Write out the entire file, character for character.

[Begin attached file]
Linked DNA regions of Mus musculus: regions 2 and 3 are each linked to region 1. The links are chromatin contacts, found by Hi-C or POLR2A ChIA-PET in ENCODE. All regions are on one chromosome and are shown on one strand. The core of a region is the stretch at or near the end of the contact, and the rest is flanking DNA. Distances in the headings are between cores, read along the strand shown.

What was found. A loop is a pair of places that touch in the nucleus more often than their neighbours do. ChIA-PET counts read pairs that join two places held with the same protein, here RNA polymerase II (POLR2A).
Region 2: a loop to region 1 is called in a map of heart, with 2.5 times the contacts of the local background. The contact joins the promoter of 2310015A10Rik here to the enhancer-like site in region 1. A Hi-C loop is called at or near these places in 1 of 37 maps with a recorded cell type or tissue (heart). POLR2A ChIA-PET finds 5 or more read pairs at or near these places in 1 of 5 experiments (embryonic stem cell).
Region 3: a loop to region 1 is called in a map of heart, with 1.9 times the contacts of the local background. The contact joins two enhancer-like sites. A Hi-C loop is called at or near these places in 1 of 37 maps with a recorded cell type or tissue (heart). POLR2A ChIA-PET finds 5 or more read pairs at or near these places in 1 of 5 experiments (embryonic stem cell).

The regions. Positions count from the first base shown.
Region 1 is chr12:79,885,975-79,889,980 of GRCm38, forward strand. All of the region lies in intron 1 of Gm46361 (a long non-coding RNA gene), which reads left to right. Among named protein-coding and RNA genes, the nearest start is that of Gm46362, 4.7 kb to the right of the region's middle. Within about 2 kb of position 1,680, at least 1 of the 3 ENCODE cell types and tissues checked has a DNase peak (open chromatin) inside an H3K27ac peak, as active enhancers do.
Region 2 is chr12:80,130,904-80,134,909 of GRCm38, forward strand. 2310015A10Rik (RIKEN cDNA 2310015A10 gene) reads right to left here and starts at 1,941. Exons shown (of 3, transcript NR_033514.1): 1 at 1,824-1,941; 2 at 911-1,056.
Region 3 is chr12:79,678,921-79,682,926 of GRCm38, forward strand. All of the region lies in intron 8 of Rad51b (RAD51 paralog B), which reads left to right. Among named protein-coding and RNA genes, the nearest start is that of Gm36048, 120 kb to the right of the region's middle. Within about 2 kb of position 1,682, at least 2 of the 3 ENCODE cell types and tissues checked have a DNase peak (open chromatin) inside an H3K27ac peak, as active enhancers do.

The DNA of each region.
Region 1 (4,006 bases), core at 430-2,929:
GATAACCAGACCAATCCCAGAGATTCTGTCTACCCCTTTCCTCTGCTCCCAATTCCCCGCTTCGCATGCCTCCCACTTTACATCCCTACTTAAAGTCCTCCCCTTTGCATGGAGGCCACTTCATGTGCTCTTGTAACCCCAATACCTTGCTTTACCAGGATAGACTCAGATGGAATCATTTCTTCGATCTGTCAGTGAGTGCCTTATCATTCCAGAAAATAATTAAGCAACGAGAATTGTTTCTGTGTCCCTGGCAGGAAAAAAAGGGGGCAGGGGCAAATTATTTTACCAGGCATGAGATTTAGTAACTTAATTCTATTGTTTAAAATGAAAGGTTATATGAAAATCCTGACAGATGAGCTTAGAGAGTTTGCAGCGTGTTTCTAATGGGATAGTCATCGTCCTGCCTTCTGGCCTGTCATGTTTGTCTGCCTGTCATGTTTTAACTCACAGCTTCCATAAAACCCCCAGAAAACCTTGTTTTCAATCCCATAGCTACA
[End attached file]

Linked DNA regions of Mus musculus: regions 2 and 3 are each linked to region 1. The links are chromatin contacts, found by Hi-C or POLR2A ChIA-PET in ENCODE. All regions are on one chromosome and are shown on one strand. The core of a region is the stretch at or near the end of the contact, and the rest is flanking DNA. Distances in the headings are between cores, read along the strand shown.

What was found. A loop is a pair of places that touch in the nucleus more often than their neighbours do. ChIA-PET counts read pairs that join two places held with the same protein, here RNA polymerase II (POLR2A).
Region 2: a loop to region 1 is called in a map of heart, with 2.5 times the contacts of the local background. The contact joins the promoter of 2310015A10Rik here to the enhancer-like site in region 1. A Hi-C loop is called at or near these places in 1 of 37 maps with a recorded cell type or tissue (heart). POLR2A ChIA-PET finds 5 or more read pairs at or near these places in 1 of 5 experiments (embryonic stem cell).
Region 3: a loop to region 1 is called in a map of heart, with 1.9 times the contacts of the local background. The contact joins two enhancer-like sites. A Hi-C loop is called at or near these places in 1 of 37 maps with a recorded cell type or tissue (heart). POLR2A ChIA-PET finds 5 or more read pairs at or near these places in 1 of 5 experiments (embryonic stem cell).

The regions. Positions count from the first base shown.
Region 1 is chr12:79,885,975-79,889,980 of GRCm38, forward strand. All of the region lies in intron 1 of Gm46361 (a long non-coding RNA gene), which reads left to right. Among named protein-coding and RNA genes, the nearest start is that of Gm46362, 4.7 kb to the right of the region's middle. Within about 2 kb of position 1,680, at least 1 of the 3 ENCODE cell types and tissues checked has a DNase peak (open chromatin) inside an H3K27ac peak, as active enhancers do.
Region 2 is chr12:80,130,904-80,134,909 of GRCm38, forward strand. 2310015A10Rik (RIKEN cDNA 2310015A10 gene) reads right to left here and starts at 1,941. Exons shown (of 3, transcript NR_033514.1): 1 at 1,824-1,941; 2 at 911-1,056.
Region 3 is chr12:79,678,921-79,682,926 of GRCm38, forward strand. All of the region lies in intron 8 of Rad51b (RAD51 paralog B), which reads left to right. Among named protein-coding and RNA genes, the nearest start is that of Gm36048, 120 kb to the right of the region's middle. Within about 2 kb of position 1,682, at least 2 of the 3 ENCODE cell types and tissues checked have a DNase peak (open chromatin) inside an H3K27ac peak, as active enhancers do.

The DNA of each region.
Region 1 (4,006 bases), core at 430-2,929:
GATAACCAGACCAATCCCAGAGATTCTGTCTACCCCTTTCCTCTGCTCCCAATTCCCCGCTTCGCATGCCTCCCACTTTACATCCCTACTTAAAGTCCTCCCCTTTGCATGGAGGCCACTTCATGTGCTCTTGTAACCCCAATACCTTGCTTTACCAGGATAGACTCAGATGGAATCATTTCTTCGATCTGTCAGTGAGTGCCTTATCATTCCAGAAAATAATTAAGCAACGAGAATTGTTTCTGTGTCCCTGGCAGGAAAAAAAGGGGGCAGGGGCAAATTATTTTACCAGGCATGAGATTTAGTAACTTAATTCTATTGTTTAAAATGAAAGGTTATATGAAAATCCTGACAGATGAGCTTAGAGAGTTTGCAGCGTGTTTCTAATGGGATAGTCATCGTCCTGCCTTCTGGCCTGTCATGTTTGTCTGCCTGTCATGTTTTAACTCACAGCTTCCATAAAACCCCCAGAAAACCTTGTTTTCAATCCCATAGCTACA